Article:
Dana: If it turned out that way, we were gonna vote for Carter. At this point, thinking about it now, I don’t know why we wouldn’t have gone with someone strong. I don’t know why we wouldn’t have told the guys and them that we were gonna vote for Carter and then go ahead and vote Penner, because Penner had the Idol and he would have not been expecting it, probably, at all. And I told the girls “Carter,” too, but if we went to Tribal, I was gonna change that, because I didn’t want their body language or anything to give it away at camp and I would have said, at the end, “Let’s vote Penner.” Because Penner would have been the least expecting. So then it could have been a 3-3 vote and whether we would have had to draw rocks or make fire, I knew I could make fire. I’d been practicing that for months before I got on the show. I would have rather it played out for the dramatic effect and just to say, “I’m a chick and I beat some guy to making fire.” That would have been cool. Or even to have drawn rocks. However it would have went. But I guess that’s neither her nor there.
HitFix: Did you guys know out there that Penner had the Idol?
Dana: Yeah, we knew. Actually, I believe it was Dawson that realized first and you see in the episode where you see me carrying the rice container up and I’m like, “Oh, that emblem thingie is gone” and we already knew that it was probably in his bag, because we were all away in our little cave and we knew that Penner was not looking for his contact, obviously. We knew that hew as scrounging. And I would be too. It’s my third time playing the game and I’ve got all these kids against me? I’m sure he felt the vibe. But when I brought that rice container back up, it was basically we all knew what was going on and I just said it so everyone could get Penner’s reaction.
HitFix: What was his reaction?
Dana: I believe he said something about, um, what was it? “My ass hurts?” Something very strange. I could tell there was a bit of a shock there, but I think he knew that we knew too and he was just trying to play it off as best as he could.
HitFix: You said you didn’t know about Jeff Kent’s baseball career and that you weren’t a baseball fan, but would it have made a difference if you’d known that he had been a professional athlete for all those years, that he made “X” amount of money?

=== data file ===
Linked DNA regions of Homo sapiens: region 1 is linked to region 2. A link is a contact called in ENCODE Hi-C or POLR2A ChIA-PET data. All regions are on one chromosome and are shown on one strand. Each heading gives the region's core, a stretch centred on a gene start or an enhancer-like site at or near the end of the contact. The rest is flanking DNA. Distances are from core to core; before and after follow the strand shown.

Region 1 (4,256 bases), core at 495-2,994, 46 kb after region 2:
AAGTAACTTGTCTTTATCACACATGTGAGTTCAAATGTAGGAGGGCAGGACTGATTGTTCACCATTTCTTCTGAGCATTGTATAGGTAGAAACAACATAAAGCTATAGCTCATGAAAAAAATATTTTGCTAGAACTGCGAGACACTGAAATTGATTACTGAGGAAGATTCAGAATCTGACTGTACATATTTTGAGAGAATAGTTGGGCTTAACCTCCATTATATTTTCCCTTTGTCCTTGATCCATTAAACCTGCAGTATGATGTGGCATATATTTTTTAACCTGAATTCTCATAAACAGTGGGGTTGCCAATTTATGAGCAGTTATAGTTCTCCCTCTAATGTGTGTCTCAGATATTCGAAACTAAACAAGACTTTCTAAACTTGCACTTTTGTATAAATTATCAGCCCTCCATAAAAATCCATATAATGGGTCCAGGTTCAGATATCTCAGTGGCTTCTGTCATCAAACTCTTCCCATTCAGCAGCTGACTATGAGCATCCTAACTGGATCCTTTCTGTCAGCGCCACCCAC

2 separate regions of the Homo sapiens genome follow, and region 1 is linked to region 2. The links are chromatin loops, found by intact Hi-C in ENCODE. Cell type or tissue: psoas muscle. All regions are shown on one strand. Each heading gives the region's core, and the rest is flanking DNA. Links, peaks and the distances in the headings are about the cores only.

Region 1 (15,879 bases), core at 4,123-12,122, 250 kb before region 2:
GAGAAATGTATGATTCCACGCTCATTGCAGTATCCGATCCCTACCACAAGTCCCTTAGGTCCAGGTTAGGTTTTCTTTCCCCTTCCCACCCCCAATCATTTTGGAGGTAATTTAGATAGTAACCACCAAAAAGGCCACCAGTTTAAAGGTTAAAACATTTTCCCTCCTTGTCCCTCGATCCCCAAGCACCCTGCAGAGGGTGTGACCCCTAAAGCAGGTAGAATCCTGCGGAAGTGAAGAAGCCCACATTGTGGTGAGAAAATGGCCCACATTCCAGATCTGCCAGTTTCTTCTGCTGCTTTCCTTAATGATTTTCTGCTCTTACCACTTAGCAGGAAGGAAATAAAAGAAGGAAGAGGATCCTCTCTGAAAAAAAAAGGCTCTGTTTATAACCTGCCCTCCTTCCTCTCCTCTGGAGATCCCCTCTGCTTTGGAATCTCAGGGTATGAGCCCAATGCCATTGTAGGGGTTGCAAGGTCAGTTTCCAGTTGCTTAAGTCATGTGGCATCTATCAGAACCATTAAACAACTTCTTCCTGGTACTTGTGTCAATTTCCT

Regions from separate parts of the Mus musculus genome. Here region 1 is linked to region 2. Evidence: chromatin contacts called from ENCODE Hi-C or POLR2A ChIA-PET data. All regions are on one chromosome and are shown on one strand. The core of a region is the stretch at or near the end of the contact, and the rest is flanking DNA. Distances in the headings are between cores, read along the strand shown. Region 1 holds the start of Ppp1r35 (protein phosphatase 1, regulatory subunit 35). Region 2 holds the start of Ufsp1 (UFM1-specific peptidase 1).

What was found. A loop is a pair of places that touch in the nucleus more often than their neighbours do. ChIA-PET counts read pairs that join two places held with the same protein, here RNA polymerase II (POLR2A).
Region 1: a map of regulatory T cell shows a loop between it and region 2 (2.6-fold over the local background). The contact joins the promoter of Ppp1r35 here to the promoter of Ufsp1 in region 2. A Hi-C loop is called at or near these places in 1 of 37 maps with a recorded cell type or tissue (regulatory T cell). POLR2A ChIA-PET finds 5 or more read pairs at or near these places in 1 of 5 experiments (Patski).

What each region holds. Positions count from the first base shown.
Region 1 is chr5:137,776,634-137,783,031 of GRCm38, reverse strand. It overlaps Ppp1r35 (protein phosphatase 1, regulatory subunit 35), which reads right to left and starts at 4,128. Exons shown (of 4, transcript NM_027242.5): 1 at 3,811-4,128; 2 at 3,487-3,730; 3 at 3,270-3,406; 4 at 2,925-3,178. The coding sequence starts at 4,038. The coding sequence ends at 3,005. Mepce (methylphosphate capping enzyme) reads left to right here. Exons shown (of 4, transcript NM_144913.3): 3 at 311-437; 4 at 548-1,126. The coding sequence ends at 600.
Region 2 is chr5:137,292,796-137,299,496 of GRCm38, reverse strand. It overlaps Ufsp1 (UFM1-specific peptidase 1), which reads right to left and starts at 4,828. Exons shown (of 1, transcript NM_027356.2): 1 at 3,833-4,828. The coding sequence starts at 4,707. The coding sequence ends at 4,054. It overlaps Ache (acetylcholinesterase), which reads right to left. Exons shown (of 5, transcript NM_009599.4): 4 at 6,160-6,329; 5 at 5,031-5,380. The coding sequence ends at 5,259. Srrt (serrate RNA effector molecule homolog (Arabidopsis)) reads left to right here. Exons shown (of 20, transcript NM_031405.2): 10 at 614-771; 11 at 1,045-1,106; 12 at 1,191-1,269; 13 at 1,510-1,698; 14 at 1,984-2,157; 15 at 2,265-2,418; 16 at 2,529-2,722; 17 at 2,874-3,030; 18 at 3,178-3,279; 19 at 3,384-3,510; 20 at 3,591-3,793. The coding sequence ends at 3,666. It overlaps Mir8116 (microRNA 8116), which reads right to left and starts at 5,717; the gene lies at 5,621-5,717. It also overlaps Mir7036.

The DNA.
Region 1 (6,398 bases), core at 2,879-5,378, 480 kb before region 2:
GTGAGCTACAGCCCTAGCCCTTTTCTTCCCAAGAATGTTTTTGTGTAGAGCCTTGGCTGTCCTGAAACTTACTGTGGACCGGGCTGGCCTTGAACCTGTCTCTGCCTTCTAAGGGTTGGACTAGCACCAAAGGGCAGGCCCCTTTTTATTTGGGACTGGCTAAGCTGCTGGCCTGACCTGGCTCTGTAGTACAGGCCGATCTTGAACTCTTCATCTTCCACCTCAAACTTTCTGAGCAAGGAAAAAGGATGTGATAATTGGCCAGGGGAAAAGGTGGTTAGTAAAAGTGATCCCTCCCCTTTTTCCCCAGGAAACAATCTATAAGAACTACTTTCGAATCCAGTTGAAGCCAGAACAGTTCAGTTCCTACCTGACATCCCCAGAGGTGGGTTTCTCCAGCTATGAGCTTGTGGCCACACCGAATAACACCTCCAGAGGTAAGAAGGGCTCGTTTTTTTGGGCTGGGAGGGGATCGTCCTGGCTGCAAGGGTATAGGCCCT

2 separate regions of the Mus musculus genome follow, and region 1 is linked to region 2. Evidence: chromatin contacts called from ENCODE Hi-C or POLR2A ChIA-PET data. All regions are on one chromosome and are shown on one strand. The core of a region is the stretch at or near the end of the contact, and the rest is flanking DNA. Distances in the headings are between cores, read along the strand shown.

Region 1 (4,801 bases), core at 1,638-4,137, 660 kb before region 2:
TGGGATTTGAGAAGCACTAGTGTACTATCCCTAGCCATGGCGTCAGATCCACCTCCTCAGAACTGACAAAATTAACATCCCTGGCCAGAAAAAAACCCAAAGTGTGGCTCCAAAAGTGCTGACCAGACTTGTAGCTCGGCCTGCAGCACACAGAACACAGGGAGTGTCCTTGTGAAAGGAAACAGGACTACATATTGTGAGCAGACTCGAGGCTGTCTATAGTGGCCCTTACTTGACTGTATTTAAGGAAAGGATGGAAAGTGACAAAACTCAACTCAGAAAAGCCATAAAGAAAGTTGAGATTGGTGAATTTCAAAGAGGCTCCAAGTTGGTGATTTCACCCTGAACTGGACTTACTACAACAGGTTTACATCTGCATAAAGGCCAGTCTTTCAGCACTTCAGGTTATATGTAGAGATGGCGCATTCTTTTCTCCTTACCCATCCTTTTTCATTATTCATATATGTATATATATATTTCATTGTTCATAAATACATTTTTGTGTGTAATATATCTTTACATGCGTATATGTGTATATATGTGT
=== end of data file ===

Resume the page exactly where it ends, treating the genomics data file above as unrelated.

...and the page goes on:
Dana: Probably not. What worried me with Penner was just the experience that he had with playing the game twice before and I didn’t really care how much money he had for doing it. In a sense, I would have liked someone that really needed the money to win, but it didn’t have anything to do with the way he played his game. If he played his game well, then he deserved to win. Knowing what I know now about Jeff Kent? Me being a lesbian and him being against everything that I stand before, we probably wouldn’t have been in an alliance. I don’t believe that you win people over by being a jerk to them. I believe that basically you just have to show your personality and once they decide that they like you or don’t, then you connect and then they judge you according to that, whether you’re gay or not. And I think maybe Jeff sees who I am and maybe… He’s still Mormon. He’s still gonna have the same believes. But maybe he’ll say, “I did meet a gay girl and I liked her. They’re not all just out there and flaming and crazy.” But I don’t know. Maybe not.
HitFix: Having been medically evacuated from “Survivor,” do you understand that compulsion to return that Russell and Penner and Skupin all had this season?
Dana: Yes. Absolutely. And for them, some of them waited… Gosh, Skupin waited almost 10 years? And I understand wanting to come back after leaving that way. That is just the worst way to leave, to not get the closure of actually getting your torch snuffed and feeling like, “I did everything that I could do in my power to win and it just didn’t didn’t happen,” but to be sick and leave that way? It’s so dishearteaning. So disheartening. But you know, life’s not fair and everyone can’t be the million dollar winner.